Award-winning jazz vocalist Alexis Cole may be the most talented singer to ever hold a top-secret military clearance. A dozen albums into her critically acclaimed career, she may also be the best-kept secret in jazz, a status that’s certain to change as more people are discovering her for themselves.
During her seven years in the Army’s Big Band, Cole had the opportunity to grow as a musician and a person, sharing the stage with ensembles as diverse as the New York Philharmonic and Kool and the Gang. Alexis continued recording throughout her tour of duty, releasing a string of well-received albums, including four titles for Venus, two for Motema, and two on Chesky Records. She proved her versatility on everything from jazz standards to Paul Simon’s lesser known compositions, to Disney love songs to a project on which she teamed up with a fellow serviceman 50 years her senior, the legendary guitarist Bucky Pizzarelli.
Alexis has blossomed since leaving the service in 2016, trading her uniforms and fatigues for sleek cocktail dresses and chic hats, and focusing fully on her art. Recent accomplishments include gigs at The Carlyle, Carnegie Hall, Birdland, Jazz at Lincoln Center, and the Blue Note; and performances as a soloist with prominent orchestras such as the Boston Pops and the Detroit Symphony. Alexis also recently contributed a guest turn on pianist Harold Mabern’s star-studded album Afro Blue, alongside the likes of fellow guests Norah Jones, Gregory Porter, and Jane Monheit.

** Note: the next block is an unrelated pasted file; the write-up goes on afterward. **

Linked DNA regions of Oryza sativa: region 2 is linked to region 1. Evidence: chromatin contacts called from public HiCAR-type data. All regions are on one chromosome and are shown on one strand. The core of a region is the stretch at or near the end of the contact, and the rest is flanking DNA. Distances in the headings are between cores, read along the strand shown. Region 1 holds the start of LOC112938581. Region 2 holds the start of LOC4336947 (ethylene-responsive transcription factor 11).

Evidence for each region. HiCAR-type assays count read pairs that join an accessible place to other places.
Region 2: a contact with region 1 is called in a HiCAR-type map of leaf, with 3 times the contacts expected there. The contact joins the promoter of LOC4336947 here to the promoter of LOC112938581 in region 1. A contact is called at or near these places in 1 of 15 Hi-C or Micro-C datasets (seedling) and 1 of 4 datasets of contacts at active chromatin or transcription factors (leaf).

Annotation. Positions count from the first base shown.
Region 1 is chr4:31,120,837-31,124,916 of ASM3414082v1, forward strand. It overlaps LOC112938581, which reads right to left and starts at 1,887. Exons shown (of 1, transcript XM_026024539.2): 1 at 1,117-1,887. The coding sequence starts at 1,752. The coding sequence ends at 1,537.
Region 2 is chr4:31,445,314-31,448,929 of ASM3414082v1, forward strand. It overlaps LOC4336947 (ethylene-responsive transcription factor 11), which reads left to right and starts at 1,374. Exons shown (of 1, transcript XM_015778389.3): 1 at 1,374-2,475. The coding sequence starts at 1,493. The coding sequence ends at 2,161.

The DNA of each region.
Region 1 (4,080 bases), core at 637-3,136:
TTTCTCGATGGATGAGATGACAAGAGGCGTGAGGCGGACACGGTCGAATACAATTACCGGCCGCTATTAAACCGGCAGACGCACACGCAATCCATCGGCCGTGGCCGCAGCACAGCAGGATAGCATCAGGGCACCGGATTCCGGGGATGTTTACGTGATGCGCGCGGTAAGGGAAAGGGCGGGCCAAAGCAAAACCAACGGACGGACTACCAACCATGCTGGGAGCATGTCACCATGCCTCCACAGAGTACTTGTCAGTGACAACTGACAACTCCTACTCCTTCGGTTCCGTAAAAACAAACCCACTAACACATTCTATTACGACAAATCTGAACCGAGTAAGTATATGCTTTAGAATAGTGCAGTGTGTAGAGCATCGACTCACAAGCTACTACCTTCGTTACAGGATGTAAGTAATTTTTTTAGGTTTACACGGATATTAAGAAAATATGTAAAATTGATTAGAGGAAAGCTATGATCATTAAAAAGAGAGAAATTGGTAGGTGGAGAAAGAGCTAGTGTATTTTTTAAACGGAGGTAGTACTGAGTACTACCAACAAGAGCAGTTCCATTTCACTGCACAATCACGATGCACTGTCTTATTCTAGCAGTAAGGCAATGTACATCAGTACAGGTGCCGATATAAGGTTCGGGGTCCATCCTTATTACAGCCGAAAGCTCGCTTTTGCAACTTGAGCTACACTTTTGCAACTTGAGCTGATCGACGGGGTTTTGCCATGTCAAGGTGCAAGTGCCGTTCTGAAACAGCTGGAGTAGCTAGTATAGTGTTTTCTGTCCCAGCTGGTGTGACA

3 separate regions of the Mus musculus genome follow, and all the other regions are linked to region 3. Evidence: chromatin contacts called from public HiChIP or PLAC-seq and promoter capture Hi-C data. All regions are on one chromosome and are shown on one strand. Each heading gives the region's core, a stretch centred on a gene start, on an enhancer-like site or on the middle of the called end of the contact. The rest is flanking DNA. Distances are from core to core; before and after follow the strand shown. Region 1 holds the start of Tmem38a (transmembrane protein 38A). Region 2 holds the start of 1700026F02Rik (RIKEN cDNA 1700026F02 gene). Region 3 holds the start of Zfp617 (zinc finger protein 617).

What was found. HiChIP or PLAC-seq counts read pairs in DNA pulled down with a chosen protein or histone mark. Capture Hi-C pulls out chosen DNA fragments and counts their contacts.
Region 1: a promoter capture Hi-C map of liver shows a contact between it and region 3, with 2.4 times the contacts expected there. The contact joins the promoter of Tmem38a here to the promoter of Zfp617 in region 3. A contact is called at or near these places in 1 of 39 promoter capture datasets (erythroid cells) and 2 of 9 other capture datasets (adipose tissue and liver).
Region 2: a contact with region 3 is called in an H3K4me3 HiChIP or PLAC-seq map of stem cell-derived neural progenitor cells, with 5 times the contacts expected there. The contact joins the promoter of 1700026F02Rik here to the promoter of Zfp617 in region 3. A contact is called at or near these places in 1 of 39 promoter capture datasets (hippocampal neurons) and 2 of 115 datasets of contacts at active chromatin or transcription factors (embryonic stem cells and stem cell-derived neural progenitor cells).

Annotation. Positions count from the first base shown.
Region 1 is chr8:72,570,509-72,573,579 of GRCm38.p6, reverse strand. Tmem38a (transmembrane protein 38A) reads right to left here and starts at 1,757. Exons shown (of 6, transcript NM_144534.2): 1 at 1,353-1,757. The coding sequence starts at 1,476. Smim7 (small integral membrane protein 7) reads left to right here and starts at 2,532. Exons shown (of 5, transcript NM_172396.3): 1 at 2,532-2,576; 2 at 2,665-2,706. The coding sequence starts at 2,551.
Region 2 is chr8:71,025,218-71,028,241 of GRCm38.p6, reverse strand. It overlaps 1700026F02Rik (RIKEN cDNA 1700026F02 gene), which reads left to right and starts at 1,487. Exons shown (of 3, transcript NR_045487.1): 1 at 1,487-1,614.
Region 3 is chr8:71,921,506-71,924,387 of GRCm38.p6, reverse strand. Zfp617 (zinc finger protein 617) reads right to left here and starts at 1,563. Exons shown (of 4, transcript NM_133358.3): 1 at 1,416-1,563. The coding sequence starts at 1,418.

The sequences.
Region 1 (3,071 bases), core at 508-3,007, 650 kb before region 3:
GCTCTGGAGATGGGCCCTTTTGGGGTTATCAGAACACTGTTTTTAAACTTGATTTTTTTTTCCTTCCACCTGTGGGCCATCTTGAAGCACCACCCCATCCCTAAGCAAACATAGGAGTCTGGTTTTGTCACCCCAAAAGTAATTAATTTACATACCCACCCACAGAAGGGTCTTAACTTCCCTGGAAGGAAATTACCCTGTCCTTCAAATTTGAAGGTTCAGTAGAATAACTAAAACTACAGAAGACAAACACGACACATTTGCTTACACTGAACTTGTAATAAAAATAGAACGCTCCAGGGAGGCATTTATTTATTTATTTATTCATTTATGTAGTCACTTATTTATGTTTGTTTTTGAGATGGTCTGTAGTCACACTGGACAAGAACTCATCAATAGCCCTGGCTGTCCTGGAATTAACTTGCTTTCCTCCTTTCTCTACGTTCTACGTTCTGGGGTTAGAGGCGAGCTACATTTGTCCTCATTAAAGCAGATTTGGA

On the education front, Alexis Cole recently founded the website JazzVoice.com, an online educational community featuring singing classes, professional development workshops and private lessons with some of the top names in vocal jazz. She is also in her 7th year as the director of the vocal program at the renowned conservatory at SUNY Purchase, and is a Jamey Aebersold-sponsored clinician.
As noted jazz journalist Scott Yanow points out, “Alexis Cole grows in power, maturity, and depth each year. She continues to have unlimited potential.” Whether you’re a long-time jazz fan or a newcomer to the art form, you won’t want to miss a single note from this icon in-the-making.